Published: Oct. 26, 2010
Updated: Oct. 26, 2010
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By Duke Medicine News and Communications
Duke University School of Medicine’s Department of Pediatrics received $17.2 million from the estate of Glenn A. Kiser, MD to fund children’s health research and pediatric physician education, announced Victor J. Dzau, MD, Chancellor for Health Affairs and CEO, Duke University Health System.
“Dr. Kiser was a much-loved pediatrician who cared deeply about our community and the health of our future generations,” says Dr. Dzau. “Through this gift, he and his family are leaving a legacy that will advance pediatric medicine at Duke for generations to come.”
The gift is the largest ever to the department of pediatrics and comes at a time when federal funding for research and education have been greatly diminished, says Nancy Andrews, MD, PhD, Dean of the Duke University School of Medicine. “This generous gift will effectively sustain our ongoing commitment to excellence in research and education related to children’s health.”
The gift will be used to establish the Kiser Scholars Program, which will provide an endowment to recruit pediatric investigators, to facilitate the transition to research independence by junior faculty and to retain faculty involved in research and educational initiatives.
The gift will also fund the Kiser-Arena Endowed Professorship in Pediatrics, and two Glenn A. Kiser and Eltha Muriel Kiser Endowed Professorships for leaders in education and research.
“Our dedicated faculty and young scientists are making great progress in diverse areas -- from cardiology and cancer to childhood allergies and inherited genetic disorders,” says Joseph St. Geme III, MD, chairman of Duke’s Department of Pediatrics. “I am excited about the opportunities we will now have to fund more cutting-edge research and educational initiatives, to recruit pediatric investigators, and to provide more training programs for future specialists in a wide range of complex pediatric health problems.”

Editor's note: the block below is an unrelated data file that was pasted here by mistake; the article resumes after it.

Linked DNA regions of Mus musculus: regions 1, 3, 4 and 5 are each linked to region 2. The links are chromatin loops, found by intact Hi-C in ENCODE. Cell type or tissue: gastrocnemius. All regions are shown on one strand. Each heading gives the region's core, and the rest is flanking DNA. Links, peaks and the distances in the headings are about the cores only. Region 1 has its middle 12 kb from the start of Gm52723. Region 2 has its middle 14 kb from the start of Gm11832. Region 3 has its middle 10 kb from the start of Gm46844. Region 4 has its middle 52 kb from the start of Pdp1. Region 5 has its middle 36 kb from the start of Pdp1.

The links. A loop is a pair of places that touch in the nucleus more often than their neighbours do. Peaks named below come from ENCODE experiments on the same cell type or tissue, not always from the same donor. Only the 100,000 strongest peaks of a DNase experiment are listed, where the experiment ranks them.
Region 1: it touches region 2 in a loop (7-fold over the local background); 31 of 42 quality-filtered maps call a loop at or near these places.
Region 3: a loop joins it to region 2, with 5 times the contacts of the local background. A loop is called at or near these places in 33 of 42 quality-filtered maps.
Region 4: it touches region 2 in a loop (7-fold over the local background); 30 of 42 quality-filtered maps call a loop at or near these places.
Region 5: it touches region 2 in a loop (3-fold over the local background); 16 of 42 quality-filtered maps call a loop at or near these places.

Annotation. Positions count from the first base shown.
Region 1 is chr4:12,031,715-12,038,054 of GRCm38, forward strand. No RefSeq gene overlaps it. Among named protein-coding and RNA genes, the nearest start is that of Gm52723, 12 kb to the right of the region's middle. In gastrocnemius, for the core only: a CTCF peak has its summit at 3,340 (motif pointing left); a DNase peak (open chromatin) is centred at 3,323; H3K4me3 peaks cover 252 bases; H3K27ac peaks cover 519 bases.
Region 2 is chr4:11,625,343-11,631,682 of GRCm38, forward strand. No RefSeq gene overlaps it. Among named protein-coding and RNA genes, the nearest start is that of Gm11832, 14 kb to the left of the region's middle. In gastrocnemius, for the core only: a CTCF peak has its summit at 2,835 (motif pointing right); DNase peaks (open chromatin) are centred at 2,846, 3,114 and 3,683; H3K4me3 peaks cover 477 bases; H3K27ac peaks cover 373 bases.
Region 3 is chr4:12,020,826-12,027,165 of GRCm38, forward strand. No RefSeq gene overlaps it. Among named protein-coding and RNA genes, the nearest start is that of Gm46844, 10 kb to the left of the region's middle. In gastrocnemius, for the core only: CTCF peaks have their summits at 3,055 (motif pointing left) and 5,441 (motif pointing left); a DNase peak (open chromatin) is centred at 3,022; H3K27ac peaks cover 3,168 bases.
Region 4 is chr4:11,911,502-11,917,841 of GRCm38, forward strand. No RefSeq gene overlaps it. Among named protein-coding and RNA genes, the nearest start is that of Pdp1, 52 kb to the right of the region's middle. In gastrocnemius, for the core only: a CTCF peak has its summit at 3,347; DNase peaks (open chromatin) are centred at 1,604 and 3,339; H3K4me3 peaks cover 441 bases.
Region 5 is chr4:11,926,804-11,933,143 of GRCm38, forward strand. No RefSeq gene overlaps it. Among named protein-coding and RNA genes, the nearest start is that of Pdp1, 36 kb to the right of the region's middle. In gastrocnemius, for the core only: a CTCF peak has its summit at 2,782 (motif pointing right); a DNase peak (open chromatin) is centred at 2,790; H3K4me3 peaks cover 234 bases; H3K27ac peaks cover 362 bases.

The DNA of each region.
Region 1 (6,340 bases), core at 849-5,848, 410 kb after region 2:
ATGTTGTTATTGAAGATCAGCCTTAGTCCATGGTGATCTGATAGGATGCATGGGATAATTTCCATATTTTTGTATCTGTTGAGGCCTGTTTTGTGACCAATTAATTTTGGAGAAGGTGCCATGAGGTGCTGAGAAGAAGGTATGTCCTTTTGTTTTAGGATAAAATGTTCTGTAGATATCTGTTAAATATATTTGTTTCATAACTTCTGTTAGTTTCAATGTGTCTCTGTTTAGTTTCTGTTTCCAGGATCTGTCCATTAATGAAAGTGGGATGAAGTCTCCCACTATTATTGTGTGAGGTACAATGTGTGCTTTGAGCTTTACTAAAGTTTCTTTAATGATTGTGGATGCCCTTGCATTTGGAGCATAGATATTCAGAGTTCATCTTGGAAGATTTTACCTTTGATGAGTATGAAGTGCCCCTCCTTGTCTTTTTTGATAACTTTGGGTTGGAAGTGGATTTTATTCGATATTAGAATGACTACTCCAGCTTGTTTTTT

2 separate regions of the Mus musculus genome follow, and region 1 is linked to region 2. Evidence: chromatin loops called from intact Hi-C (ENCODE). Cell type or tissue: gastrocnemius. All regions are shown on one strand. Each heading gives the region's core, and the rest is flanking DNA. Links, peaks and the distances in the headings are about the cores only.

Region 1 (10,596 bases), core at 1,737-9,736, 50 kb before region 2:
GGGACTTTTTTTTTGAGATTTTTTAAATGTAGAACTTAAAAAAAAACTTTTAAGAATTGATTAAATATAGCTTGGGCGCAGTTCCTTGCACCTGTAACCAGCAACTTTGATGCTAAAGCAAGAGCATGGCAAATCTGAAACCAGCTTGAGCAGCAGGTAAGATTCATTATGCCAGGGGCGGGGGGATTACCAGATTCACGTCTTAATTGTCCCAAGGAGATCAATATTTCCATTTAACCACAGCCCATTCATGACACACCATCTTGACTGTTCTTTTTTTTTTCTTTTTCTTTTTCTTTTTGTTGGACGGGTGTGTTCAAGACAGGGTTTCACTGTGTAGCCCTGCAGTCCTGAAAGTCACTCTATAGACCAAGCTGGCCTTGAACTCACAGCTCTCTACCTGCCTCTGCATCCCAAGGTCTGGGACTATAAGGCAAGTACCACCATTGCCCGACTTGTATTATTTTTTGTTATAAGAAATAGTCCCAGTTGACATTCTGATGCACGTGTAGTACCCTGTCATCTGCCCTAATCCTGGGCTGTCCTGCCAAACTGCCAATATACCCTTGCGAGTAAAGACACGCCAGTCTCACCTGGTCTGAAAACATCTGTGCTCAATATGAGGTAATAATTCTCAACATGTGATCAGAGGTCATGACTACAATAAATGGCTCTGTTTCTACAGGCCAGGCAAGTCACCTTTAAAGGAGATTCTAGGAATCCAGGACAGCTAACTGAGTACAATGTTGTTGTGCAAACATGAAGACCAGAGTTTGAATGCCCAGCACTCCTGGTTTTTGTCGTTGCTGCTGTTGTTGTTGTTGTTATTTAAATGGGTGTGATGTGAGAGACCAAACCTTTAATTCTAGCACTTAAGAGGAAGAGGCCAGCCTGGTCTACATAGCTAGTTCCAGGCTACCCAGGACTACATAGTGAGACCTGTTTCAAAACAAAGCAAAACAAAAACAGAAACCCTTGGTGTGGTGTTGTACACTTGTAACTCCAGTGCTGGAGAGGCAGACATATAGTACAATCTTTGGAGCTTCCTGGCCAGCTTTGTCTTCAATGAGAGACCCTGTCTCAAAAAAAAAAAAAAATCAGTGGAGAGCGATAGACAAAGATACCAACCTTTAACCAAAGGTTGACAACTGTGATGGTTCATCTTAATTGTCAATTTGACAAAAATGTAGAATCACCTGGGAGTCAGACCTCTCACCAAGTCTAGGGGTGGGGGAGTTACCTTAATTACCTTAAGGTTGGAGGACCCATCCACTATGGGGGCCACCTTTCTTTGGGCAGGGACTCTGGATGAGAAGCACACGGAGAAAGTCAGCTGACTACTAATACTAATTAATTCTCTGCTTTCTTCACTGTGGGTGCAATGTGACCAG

Dr. Kiser, who died in 2009, was a 1941 graduate of the Duke University School of Medicine. He completed his residency training in pediatrics at Duke in 1947. During his long and distinguished medical career, he worked to raise awareness of the need for safety caps to protect children from lye and other household chemicals and medicines. He was also an advocate for the importance of improved testing of medicines for children.
An early and successful investor in Food Lion, Inc., Dr. Kiser and his late wife Muriel were leading North Carolina philanthropists who supported health care and education in Salisbury, Rowan County, and at Duke Children’s Hospital and Health Center.
In 1994, they donated one million dollars toward the building of the McGovern-Davison Building at Duke Children’s Hospital and Health Center. The building’s welcome center is named in their honor. It is celebrating its 10th anniversary this year.
Duke’s Department of Pediatrics is consistently ranked among the top 10 pediatric programs in the nation.
Its faculty have been instrumental in many revolutionary advances including the world’s first thymus transplant, development of the measles vaccine, pioneering use of umbilical cord blood for transplantation, food allergy immunotherapy and life-saving therapies for rare metabolic diseases.
Duke experts are world-renown thought-leaders whose published research and clinical expertise often leads to changes in the way pediatricians worldwide practice medicine.